Top news of the day from across the healthcare landscape.
The Affordable Care Act (ACA) mandate that requires all Americans to have health insurance or be subject to a fine may be replaced with a mandate that is just as unpopular, according to Politico. GOP lawmakers creating a replacement plan for the ACA are finding it difficult to create a provision that would incentivize insurers to cover patients with pre-existing conditions. Charging fines for the uninsured is reminiscent of ACA tax penalties, and a provision to automatically enroll individuals in plans may face heavy opposition by conservative Republicans, which has left lawmakers uncertain of how to proceed.
House Speaker Paul Ryan (R-WI) recently announced that the ACA replacement plan would be completed this year in order to prevent speculation that the Trump Administration was not following through with their campaign promises of a quick repeal. This statement followed President Donald Trump’s statement that the replacement plan could come as late as next year. Ryan also said that confirming Rep Tom Price (R-GA) as secretary of the Department of Health and Human Services was important, to allow legislators to work towards replacing the law as soon as possible, according to The New York Times.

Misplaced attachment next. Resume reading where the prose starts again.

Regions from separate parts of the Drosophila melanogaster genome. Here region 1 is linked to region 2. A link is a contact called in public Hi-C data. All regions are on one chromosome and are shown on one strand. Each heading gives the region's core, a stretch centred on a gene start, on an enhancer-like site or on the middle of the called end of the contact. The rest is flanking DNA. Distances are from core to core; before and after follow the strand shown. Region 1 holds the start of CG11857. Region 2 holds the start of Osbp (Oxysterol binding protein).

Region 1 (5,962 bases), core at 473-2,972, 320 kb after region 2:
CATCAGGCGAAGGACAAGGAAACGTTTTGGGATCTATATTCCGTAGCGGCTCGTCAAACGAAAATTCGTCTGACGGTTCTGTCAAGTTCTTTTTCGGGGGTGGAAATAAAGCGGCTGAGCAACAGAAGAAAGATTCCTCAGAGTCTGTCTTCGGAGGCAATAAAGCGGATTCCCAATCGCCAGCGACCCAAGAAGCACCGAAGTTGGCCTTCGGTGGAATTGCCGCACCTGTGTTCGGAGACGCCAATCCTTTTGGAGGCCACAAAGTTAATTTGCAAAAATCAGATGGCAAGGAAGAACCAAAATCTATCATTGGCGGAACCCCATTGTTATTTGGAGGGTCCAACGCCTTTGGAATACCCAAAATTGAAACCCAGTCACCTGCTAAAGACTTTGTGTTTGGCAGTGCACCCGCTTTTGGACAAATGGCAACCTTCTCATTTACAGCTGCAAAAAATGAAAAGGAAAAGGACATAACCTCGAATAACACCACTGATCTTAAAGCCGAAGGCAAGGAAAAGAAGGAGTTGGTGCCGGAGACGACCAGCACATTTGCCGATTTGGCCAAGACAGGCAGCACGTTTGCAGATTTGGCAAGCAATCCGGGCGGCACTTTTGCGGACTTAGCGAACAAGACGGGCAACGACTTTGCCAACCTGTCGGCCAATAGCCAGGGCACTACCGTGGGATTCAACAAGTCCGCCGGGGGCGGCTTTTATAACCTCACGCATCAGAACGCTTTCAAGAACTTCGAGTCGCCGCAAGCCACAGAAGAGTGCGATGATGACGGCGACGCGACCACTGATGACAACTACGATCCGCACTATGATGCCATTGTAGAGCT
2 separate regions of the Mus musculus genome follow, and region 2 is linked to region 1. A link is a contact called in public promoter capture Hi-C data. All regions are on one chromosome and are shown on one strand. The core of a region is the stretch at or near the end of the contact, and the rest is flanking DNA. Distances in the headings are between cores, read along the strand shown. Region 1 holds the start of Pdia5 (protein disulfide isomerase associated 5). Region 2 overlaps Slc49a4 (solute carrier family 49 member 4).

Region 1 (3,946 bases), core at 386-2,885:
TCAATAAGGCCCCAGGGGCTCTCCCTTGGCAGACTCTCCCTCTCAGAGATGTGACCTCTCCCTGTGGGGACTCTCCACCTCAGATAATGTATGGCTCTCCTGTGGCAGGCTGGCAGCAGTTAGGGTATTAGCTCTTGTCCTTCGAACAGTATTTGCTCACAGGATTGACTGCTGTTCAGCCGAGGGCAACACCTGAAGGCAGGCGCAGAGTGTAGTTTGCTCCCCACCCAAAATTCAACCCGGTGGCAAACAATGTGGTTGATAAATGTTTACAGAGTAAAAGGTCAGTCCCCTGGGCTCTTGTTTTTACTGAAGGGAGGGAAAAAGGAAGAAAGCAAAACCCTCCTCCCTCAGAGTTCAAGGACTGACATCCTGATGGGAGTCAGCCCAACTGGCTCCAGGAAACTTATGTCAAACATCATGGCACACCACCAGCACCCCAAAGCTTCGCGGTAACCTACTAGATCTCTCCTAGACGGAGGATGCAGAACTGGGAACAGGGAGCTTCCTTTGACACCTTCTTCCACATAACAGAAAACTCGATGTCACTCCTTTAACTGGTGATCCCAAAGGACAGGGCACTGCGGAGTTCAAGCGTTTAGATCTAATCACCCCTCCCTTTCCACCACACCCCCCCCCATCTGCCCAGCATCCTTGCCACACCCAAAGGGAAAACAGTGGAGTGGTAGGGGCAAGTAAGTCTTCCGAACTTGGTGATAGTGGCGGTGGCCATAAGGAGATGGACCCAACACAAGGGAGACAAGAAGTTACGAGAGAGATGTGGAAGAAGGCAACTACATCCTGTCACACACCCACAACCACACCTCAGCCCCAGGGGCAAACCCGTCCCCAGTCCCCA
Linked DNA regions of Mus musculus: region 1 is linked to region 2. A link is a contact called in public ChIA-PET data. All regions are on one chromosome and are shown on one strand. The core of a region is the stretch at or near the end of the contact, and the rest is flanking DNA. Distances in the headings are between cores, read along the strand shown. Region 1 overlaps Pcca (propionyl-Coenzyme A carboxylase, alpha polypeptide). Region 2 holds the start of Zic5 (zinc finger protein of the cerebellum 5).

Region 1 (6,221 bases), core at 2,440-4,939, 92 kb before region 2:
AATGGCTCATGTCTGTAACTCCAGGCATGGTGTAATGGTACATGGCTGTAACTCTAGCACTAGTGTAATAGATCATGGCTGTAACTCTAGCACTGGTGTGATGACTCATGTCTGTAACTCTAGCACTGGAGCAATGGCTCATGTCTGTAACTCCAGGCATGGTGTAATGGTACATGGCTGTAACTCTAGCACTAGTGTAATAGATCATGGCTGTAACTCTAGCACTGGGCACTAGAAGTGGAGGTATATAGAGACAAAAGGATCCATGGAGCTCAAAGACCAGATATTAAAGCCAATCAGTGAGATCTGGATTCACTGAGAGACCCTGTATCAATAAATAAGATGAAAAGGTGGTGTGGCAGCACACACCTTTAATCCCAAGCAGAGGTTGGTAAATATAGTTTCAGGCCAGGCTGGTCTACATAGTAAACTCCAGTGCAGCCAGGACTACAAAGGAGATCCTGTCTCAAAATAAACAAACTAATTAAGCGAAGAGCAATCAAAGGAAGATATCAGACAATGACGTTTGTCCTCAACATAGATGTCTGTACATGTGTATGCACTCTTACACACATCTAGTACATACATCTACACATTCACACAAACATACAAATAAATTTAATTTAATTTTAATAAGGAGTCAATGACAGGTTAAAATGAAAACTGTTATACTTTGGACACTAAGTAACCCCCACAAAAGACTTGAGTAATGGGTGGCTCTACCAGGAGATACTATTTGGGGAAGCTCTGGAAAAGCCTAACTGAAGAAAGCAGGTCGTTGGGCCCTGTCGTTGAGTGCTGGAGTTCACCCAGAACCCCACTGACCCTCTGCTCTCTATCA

The FDA may not have acted quickly enough against a surgical device that has been seen to spread fatal uterine cancers. Laparoscopic power morcellators was on the market for 22 years before an FDA program alerted the agency to the issue, according to The Wall Street Journal. Reports from the 1980s highlight the risk of spreading cancer through these devices, but the FDA thought that the risks were low.